The report is lavishly illustrated using many of the drawings provided for their original planning applications, now in the Nottinghamshire Archives, and with good quality colour photographs of not only their familiar facades but also of their rarely seen rear elevations and where possible their interiors.

This report will be of interest to all concerned with the conservation, history and development of Nottingham. It is only to be regretted that such detailed surveys cannot be provided for all parts of the city. The report is downloadable as a pdf from the Historic England website.

Pete Smith

The Chairmakers of Worksop Michael J. Jackson

Worksop Archaeological and Local Historical Society

Chair with backstamp from the workshop of Elizabeth Gabbitas.
Chair with backstamp from the workshop of Elizabeth Gabbitas.

Worksop Archaeology and Local History Society have recently published an excellent volume which is a must for all enthusiasts of locally made artisan furniture and, in particular, local craftspeople.

“The Chairmakers of Worksop”, compiled and written by Michael J Jackson, is a comprehensive history of a now lost craft which flourished in Worksop - that of chair-making. The book is a 50-page volume which represents many years of research on the chair making industry in Worksop, a town little known as a centre for this craft. It contains a full list of Worksop chairmakers and the years they were actively producing chairs. The last recorded chairmaker was John Kelk who carried on until the early 20th century; he and his work grace the front cover of the book — a fitting tribute to woodcraft now largely disappeared.

Chair making in the town began around 1820 with John Gabbitas setting up in his workshop in Worksop’s Common End, now Victoria Square. There are still members of the Gabbitas family living locally. John employed workmen who themselves, with his expert tuition, would also become craftsmen. These included Isaac Allsop, Benjamin Gilling and John and Joe Godfrey. All produced chairs of quality in local elm and ash, with the chairs often marked with the maker’s name.

Michael was a long-time and well-known member of the Thoroton Society until his death in 2017, which occurred just as this book was going to print: this is a fitting memorial to a great historian and advocate for the town of Worksop. The book is available at a cost of £10, including postage and packaging. To buy a copy send a cheque payable to WALHS (Worksop Archaeological and Local Historical Society) to Harry Richardson, 3 Newcastle Court, Tuxford NG22 0GY.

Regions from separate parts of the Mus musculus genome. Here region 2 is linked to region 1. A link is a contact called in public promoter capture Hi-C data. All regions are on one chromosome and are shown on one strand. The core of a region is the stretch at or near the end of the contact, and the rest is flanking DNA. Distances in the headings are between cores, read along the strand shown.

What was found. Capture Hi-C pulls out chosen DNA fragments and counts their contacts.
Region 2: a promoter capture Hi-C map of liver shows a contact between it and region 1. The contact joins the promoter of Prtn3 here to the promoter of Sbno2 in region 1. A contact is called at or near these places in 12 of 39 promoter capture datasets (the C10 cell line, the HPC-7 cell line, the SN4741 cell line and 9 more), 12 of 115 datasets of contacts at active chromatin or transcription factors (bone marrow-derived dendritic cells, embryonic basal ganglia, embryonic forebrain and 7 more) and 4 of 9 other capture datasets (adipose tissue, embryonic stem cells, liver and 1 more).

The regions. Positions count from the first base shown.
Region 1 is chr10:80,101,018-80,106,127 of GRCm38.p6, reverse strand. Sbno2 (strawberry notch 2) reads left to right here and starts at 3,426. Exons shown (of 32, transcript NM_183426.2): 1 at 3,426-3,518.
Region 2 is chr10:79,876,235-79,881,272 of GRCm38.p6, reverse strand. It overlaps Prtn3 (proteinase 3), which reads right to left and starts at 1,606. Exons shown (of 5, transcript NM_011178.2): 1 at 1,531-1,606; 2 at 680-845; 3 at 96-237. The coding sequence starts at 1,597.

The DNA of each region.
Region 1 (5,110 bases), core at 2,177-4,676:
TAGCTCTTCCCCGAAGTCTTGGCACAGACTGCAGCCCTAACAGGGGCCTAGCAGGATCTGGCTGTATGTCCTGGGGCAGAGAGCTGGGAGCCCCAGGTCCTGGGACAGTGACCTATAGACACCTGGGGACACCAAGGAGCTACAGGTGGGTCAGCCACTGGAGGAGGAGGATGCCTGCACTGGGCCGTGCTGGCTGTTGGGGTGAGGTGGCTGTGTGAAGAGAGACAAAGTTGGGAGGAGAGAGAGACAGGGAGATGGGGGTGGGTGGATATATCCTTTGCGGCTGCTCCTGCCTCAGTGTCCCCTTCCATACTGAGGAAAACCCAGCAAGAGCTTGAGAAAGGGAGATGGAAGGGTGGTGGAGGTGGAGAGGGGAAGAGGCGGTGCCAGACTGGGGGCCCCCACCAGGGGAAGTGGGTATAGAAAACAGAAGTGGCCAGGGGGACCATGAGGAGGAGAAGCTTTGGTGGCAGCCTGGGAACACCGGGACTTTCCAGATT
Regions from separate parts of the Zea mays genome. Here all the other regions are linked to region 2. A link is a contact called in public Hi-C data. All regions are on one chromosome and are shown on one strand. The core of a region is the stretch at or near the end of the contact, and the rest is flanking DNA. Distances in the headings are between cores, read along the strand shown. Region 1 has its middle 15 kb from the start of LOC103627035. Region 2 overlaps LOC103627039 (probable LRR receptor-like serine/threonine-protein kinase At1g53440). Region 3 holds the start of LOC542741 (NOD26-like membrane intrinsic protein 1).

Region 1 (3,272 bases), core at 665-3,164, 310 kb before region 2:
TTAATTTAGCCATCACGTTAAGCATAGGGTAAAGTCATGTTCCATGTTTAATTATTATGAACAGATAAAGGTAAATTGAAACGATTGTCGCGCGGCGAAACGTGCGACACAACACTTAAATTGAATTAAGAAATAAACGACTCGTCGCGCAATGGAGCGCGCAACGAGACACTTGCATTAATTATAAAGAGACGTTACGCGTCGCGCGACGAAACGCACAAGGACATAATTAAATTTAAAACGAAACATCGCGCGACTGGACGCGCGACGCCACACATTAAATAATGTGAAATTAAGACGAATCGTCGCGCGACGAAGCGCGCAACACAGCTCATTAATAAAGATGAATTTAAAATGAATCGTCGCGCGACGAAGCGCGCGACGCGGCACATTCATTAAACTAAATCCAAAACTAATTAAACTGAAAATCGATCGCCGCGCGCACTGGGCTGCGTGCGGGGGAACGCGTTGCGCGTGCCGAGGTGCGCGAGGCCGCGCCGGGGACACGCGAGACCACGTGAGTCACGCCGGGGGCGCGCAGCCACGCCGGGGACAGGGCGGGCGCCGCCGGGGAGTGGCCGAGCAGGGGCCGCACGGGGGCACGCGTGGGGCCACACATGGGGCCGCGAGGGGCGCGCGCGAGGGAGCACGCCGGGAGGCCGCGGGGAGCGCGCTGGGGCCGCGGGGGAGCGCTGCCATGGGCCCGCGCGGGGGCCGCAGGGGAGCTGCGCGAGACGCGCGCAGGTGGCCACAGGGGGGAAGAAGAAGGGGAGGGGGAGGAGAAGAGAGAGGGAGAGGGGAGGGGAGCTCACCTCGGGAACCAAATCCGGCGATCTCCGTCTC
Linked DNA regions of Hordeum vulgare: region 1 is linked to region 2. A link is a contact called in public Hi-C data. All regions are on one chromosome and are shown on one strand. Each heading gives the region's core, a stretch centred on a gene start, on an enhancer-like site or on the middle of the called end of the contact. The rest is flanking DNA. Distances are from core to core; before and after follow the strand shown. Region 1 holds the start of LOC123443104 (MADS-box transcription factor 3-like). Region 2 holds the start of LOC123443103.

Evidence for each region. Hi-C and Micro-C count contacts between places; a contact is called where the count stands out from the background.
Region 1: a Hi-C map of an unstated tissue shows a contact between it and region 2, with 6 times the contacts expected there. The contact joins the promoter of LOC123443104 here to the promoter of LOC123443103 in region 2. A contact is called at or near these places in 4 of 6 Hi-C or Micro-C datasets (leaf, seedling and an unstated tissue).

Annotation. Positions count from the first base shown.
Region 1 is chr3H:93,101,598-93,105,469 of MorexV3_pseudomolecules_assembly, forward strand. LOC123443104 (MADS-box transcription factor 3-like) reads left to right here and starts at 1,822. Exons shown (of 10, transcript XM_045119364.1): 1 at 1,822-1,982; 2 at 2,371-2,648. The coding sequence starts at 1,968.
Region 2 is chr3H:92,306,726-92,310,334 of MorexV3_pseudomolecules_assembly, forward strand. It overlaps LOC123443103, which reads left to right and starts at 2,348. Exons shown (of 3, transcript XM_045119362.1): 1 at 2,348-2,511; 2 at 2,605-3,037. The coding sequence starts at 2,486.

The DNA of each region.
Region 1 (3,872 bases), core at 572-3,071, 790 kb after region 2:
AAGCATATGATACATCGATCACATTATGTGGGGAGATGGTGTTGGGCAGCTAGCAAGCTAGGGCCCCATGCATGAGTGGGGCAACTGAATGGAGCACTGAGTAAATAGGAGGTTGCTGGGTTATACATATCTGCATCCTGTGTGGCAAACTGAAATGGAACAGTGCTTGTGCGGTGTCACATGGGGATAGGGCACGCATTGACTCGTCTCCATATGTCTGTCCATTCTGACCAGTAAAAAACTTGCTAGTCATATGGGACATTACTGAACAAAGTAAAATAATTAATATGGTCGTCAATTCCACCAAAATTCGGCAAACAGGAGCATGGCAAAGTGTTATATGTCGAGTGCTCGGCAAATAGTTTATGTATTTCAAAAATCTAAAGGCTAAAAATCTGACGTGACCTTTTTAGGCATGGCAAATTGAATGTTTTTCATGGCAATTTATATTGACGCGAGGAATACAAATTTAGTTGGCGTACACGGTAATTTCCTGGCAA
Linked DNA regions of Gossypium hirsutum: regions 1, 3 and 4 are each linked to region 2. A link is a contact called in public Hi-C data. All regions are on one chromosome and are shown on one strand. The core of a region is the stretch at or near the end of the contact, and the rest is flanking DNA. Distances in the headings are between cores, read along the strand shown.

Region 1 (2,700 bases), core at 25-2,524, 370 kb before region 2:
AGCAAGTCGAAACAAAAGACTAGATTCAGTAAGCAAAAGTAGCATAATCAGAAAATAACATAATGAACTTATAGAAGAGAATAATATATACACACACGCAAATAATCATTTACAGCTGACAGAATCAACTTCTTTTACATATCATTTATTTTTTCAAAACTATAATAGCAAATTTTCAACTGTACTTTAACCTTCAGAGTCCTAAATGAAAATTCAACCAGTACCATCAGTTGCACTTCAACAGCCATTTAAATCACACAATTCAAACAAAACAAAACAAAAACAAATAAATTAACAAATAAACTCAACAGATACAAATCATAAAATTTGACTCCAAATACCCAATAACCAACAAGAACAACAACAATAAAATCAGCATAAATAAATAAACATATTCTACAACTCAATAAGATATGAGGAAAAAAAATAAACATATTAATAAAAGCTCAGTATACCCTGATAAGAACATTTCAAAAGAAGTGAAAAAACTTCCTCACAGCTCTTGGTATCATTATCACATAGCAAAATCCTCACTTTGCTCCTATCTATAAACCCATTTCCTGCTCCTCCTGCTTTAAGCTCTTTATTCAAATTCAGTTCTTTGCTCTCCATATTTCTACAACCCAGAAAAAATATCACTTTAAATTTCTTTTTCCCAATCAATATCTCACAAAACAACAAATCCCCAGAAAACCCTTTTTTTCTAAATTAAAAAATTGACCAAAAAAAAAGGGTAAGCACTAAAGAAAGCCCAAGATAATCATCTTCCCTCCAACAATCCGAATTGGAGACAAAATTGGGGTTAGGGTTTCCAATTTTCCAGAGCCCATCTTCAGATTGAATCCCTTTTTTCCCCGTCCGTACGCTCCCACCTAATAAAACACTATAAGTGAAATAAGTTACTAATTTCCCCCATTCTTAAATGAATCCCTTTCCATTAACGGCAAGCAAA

Barbara Cast

Station of Nations: the history of RAF Balderton by Colin Savill BA

Newark Air Museum 2018 £17 ISBN 978-1-9996353-0-5

Cover of Station of Nations: the history of RAF Balderton

Balderton, just to the south of Newark, was mentioned in the Domesday Book and for centuries was a small farming community. Prior to the onset of World War 2 there was a rapid expansion of the Royal Air Force and many new airfields were needed. Land around Balderton was requisitioned for use by the Air Ministry in 1939 and a number of landowners lost land with little compensation. In 1941, RAF Balderton was opened as a satellite airfield for RAF Finningley with, initially, grass runways. During 1941, a tarmac perimeter track was laid.

The first ‘residents’ of RAF Balderton were no. 25 OTU (Operational Training Unit) which acted as a ‘finishing school’ for aircrew flying Handley-Page Hampden bombers. Various other units followed. The book details the stories of the squadrons and other units who were based at Balderton, and personal stories of many aircrew. Many of the individual stories are deeply moving. For example, on Saturday 16th August 1941 a Hampden bomber crashed into a row of houses on London Road, Balderton, killing two of the crew and six children who were sleeping in their home.

Other units at Balderton included Royal Canadian Air Force squadrons. By late 1943, the US Air Force were present at Balderton, which was one of twelve RAF stations to house the Douglas C-47 (Dakota) and the gliders they would tow for airborne assault, including for D-Day, 6th June 1944. Later that year, Lancaster bombers were based at Balderton.

The author of this fascinating book is a trustee of the Newark Air Museum. After service in the RAF he became an engineer. The material for the book was researched by the RAF Balderton Research Group and they have done an excellent job. Through this book, the service of all those who were based at RAF Balderton can be remembered. Many of them did not come back from their missions.